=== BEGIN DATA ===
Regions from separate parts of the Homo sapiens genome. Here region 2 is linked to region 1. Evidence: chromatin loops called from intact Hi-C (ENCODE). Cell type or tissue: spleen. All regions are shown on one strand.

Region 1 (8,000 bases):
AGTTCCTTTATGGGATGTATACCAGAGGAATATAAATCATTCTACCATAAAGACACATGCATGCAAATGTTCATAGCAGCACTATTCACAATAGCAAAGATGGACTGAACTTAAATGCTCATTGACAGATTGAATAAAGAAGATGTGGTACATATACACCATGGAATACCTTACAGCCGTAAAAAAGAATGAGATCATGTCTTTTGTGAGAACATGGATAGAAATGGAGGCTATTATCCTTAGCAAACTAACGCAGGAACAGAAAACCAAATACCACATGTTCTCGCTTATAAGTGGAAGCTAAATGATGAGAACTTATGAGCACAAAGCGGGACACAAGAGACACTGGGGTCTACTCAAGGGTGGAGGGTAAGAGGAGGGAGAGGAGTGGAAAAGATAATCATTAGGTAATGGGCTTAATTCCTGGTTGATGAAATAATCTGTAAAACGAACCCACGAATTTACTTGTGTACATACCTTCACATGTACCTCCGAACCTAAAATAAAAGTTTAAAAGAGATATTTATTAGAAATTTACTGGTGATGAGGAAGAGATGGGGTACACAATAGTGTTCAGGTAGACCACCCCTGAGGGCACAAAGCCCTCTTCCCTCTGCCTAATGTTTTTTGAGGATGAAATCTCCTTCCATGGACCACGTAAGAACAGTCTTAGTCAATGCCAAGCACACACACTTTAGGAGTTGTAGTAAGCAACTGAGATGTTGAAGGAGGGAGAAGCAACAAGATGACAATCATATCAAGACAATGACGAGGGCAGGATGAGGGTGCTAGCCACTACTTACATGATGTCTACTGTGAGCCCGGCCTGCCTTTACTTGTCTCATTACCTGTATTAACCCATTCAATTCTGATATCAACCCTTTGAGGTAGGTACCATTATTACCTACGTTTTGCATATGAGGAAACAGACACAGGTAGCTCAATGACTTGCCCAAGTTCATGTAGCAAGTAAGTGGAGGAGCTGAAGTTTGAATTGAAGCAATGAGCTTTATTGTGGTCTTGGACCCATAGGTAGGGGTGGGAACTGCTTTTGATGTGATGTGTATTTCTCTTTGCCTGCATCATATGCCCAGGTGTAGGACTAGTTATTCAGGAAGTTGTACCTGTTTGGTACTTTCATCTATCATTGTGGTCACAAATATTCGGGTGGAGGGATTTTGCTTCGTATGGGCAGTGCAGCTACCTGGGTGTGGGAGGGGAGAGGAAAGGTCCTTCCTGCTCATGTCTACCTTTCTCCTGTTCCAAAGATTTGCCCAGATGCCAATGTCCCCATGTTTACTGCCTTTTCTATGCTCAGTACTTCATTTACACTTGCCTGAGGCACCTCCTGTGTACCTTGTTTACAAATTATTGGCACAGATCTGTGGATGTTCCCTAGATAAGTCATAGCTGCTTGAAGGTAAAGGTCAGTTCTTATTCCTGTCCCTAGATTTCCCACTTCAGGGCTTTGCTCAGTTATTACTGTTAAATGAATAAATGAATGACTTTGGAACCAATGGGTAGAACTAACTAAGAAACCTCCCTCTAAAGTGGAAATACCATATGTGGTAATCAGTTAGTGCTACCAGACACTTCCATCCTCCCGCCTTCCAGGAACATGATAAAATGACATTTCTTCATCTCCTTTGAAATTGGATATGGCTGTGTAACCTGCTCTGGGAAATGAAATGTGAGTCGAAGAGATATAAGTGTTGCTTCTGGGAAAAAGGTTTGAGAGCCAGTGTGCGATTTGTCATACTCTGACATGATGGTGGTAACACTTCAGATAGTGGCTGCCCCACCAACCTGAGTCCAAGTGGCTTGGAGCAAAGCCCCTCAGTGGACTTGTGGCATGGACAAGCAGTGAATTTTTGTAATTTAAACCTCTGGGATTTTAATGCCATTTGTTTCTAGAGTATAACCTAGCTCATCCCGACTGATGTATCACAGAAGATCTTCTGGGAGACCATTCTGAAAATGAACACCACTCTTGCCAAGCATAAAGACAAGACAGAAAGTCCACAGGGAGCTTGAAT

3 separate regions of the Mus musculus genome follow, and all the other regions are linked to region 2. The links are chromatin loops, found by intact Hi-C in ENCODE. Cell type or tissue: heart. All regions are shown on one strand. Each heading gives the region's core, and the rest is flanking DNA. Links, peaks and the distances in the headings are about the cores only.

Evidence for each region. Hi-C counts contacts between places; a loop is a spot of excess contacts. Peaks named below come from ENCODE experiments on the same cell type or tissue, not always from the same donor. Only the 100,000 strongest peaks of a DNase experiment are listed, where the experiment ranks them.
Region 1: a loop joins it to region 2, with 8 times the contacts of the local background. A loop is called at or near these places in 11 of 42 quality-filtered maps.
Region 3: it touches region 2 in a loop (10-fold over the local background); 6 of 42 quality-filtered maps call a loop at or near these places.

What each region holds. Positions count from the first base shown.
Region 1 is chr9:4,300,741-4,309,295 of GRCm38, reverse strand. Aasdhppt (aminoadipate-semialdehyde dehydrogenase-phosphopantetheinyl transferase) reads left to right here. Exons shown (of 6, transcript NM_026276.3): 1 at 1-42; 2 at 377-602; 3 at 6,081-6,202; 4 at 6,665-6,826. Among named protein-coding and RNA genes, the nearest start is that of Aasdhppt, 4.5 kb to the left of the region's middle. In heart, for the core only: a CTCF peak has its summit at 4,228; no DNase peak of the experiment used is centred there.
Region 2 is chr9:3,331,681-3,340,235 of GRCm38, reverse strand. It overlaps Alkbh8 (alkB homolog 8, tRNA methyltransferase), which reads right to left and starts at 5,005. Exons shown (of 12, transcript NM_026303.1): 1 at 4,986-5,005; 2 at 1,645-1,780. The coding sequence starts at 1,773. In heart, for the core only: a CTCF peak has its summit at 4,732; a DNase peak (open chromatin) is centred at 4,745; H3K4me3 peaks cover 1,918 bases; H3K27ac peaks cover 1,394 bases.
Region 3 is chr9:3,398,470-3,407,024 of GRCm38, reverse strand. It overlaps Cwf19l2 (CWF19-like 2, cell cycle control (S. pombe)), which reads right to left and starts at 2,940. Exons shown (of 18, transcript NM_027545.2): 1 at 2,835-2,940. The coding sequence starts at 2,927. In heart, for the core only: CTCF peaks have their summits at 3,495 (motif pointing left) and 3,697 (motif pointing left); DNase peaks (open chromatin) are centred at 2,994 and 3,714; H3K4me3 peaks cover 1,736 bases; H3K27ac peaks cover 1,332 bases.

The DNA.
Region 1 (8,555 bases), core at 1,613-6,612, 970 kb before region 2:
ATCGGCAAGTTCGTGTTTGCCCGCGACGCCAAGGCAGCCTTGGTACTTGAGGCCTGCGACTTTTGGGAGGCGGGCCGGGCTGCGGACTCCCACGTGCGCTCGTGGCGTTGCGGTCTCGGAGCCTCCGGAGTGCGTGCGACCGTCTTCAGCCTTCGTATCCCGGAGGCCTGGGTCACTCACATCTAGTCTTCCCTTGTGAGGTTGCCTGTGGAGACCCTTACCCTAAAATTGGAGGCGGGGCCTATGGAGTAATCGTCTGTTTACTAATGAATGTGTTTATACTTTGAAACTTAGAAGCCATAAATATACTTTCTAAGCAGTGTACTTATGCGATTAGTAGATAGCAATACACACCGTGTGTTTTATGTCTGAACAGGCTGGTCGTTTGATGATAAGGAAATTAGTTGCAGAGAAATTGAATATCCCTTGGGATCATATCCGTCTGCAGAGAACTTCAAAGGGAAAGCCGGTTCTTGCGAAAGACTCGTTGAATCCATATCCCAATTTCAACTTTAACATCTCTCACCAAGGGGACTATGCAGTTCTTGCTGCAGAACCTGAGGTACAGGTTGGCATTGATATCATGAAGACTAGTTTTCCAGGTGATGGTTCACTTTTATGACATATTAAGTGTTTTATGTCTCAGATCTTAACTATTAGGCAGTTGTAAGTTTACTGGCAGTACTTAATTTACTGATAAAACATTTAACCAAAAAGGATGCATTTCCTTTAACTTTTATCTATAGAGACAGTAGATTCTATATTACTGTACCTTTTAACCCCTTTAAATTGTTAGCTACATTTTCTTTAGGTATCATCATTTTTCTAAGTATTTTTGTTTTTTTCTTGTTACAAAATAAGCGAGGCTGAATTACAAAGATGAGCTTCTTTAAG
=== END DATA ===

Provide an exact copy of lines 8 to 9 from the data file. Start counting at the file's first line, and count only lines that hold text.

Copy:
What each region holds. Positions count from the first base shown.
Region 1 is chr9:4,300,741-4,309,295 of GRCm38, reverse strand. Aasdhppt (aminoadipate-semialdehyde dehydrogenase-phosphopantetheinyl transferase) reads left to right here. Exons shown (of 6, transcript NM_026276.3): 1 at 1-42; 2 at 377-602; 3 at 6,081-6,202; 4 at 6,665-6,826. Among named protein-coding and RNA genes, the nearest start is that of Aasdhppt, 4.5 kb to the left of the region's middle. In heart, for the core only: a CTCF peak has its summit at 4,228; no DNase peak of the experiment used is centred there.